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Mistreatment in healthcare settings: when a carer becomes a torturer

13 March 2013


“All countries should enforce the prohibition of torture in all healthcare institutions, both public and private by, inter alia, declaring that abuses committed in the context of healthcare can amount to torture or cruel, inhuman or degrading treatment or punishment; regulating healthcare practices with a view to preventing mistreatment under any pretext; and integrating the provisions of prevention of torture and ill-treatment into healthcare policies.”

These are the main recommendations to States by the Special Rapporteur on torture, Juan Méndez, who in his latest report to the Human Rights Council analyses abuses in healthcare settings.

Méndez notes that users of illicit drugs who are detained in compulsory rehabilitation centres commonly run by the military or paramilitary, police or security forces, or by private companies, undergo painful withdrawal from drug dependence without medical assistance, or endure physical or sexual abuse. Méndez called on States to close these centres and to implement health and social services in the community.

“All harm-reduction measures and drug-dependence treatment services, particularly opioid substitution therapy, should be available to people who use drugs, in particular those incarcerated,” he recommends.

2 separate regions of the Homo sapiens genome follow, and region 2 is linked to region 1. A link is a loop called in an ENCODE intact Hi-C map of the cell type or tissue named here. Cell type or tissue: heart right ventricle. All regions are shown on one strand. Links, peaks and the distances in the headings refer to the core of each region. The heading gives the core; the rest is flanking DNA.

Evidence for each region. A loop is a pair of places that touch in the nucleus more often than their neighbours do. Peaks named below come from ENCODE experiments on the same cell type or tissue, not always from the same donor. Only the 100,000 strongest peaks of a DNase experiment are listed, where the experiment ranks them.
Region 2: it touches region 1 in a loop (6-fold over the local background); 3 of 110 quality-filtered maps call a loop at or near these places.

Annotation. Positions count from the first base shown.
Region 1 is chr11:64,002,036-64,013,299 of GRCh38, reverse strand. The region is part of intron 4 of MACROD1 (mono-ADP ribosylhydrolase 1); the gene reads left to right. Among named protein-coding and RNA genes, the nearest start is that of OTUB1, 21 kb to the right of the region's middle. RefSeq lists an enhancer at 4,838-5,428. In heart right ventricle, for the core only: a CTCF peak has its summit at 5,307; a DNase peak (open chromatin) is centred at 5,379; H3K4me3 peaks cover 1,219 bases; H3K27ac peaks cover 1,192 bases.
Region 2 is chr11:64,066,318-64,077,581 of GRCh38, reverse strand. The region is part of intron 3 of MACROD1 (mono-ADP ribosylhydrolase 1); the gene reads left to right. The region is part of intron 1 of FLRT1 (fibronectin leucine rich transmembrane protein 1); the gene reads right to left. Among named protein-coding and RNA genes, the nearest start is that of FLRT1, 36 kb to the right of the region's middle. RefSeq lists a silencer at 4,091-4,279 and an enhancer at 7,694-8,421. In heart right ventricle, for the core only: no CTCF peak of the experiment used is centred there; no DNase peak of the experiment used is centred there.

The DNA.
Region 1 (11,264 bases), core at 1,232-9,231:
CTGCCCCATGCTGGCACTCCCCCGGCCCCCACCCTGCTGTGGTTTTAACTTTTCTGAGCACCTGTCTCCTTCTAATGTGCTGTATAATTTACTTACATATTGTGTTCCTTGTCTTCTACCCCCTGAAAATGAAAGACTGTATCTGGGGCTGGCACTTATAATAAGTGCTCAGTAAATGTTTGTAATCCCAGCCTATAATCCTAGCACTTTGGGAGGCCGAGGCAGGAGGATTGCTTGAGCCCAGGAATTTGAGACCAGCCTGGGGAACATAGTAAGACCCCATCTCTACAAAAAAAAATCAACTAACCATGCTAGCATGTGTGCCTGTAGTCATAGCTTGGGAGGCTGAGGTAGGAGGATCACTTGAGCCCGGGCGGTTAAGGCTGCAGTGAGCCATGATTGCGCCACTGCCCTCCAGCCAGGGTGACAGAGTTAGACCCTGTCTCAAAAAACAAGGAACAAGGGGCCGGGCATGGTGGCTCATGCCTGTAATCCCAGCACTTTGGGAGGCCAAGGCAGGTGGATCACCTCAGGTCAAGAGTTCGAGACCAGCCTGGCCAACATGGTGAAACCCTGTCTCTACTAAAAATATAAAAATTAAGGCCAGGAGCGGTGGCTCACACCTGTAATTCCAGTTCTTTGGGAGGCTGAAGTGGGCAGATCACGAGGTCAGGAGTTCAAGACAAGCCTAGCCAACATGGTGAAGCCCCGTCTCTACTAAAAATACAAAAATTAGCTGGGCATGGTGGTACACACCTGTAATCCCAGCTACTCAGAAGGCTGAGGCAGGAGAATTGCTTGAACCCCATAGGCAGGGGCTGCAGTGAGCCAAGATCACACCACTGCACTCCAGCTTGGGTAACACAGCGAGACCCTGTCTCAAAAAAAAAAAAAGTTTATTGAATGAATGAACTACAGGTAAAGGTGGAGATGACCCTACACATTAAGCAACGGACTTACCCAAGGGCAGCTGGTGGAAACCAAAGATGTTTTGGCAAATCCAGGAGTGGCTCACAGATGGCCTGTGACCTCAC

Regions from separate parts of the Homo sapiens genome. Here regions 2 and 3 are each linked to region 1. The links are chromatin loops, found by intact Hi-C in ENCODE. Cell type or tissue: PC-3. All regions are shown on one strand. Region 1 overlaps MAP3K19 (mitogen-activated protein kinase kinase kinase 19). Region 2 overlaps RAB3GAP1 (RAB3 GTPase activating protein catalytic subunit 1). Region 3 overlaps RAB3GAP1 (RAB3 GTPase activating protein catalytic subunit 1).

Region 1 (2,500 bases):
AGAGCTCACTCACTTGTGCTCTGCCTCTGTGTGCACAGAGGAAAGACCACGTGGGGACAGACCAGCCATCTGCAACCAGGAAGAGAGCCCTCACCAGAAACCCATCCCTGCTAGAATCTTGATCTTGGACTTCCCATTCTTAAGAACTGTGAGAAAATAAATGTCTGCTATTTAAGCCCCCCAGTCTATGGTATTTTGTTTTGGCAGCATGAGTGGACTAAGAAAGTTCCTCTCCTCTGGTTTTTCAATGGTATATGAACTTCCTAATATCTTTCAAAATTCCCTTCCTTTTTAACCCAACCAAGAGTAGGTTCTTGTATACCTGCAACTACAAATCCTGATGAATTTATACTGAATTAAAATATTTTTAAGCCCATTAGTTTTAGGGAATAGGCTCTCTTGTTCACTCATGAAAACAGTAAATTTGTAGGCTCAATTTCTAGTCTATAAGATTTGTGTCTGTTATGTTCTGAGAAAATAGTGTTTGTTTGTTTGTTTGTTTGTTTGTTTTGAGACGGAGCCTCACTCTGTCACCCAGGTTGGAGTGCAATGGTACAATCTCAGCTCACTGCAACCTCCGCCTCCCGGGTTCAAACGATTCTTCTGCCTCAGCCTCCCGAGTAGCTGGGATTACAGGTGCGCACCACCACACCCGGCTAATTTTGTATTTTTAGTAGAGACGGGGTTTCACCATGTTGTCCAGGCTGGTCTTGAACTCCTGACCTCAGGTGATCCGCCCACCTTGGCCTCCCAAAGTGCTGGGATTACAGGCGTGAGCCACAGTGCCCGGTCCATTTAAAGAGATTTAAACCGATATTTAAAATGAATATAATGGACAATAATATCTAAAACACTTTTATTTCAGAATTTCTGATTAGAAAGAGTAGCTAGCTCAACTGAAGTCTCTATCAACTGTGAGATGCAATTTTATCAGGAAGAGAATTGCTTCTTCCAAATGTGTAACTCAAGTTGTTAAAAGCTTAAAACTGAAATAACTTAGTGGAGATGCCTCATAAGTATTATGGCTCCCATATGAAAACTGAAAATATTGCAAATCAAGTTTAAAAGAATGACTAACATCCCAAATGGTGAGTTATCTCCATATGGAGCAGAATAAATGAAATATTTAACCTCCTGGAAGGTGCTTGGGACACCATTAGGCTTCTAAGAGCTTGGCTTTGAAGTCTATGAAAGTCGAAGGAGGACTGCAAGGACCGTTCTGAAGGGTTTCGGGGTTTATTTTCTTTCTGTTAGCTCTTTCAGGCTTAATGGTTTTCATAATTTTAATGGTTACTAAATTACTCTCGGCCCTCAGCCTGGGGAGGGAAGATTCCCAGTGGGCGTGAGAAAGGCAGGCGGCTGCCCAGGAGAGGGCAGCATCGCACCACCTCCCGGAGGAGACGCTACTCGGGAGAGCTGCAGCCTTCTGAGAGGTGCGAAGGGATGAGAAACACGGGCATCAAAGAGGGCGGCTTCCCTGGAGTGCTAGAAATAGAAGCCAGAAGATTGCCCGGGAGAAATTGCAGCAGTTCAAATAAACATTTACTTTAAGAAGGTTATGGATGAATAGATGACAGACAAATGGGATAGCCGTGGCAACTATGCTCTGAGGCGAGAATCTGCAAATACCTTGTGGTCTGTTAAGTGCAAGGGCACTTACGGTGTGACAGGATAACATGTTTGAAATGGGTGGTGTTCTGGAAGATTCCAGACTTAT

While examining gender-specific forms of torture, the Rapporteur finds a number of reproductive rights violations suffered by women, among which involuntary sterilization; forced abortions; female genital mutilation; and violations of medical confidentiality in healthcare settings.

“States should ensure that women have access to emergency medical care, including post-abortion care, without fear of criminal penalties or reprisals,” he says.

Méndez also notes that according to the World Health Organization, 83 per cent of the world population, 5.5 billion people, have no or insufficient access to treatment for moderate to severe pain. “Although relatively inexpensive and highly effective medications such as morphine and other narcotic drugs have proven essential “for the relief of pain and suffering”, these types of medications are virtually unavailable in more than 150 countries,” he says.

Severe abuses continue to be committed in healthcare settings where choices by people with disabilities are often overridden based on their supposed ‘best interests’, the Rapporteur stresses further.

“There can be no therapeutic justification for the use of solitary confinement and prolonged restraint of persons with disabilities in psychiatric institutions; both prolonged seclusion and restraint constitute torture and ill-treatment,” he says, adding that depriving a person’s liberty based on mental illness is unjustified and that respecting their legal capacity is the first step to preventing torture.

Méndez also highlights the abundance of testimonies and cases of ill-treatment of minorities and marginalized groups such as the denial of necessary health-care services to sex workers and lesbian, gay, bisexual and transgender and intersex persons; forcible anal examinations for the prosecution of suspected homosexual activities; hormone therapy and genital-normalizing surgeries under the guise of so called ‘reparative therapies’, and irreversible sex assignment. 

For Méndez, the significance of categorizing abuses in healthcare settings as torture and ill-treatment and examining abuses in healthcare settings from a torture protection framework “provides the opportunity to highlight the positive obligations that States have to prevent, prosecute and redress such violations.”

13 March 2013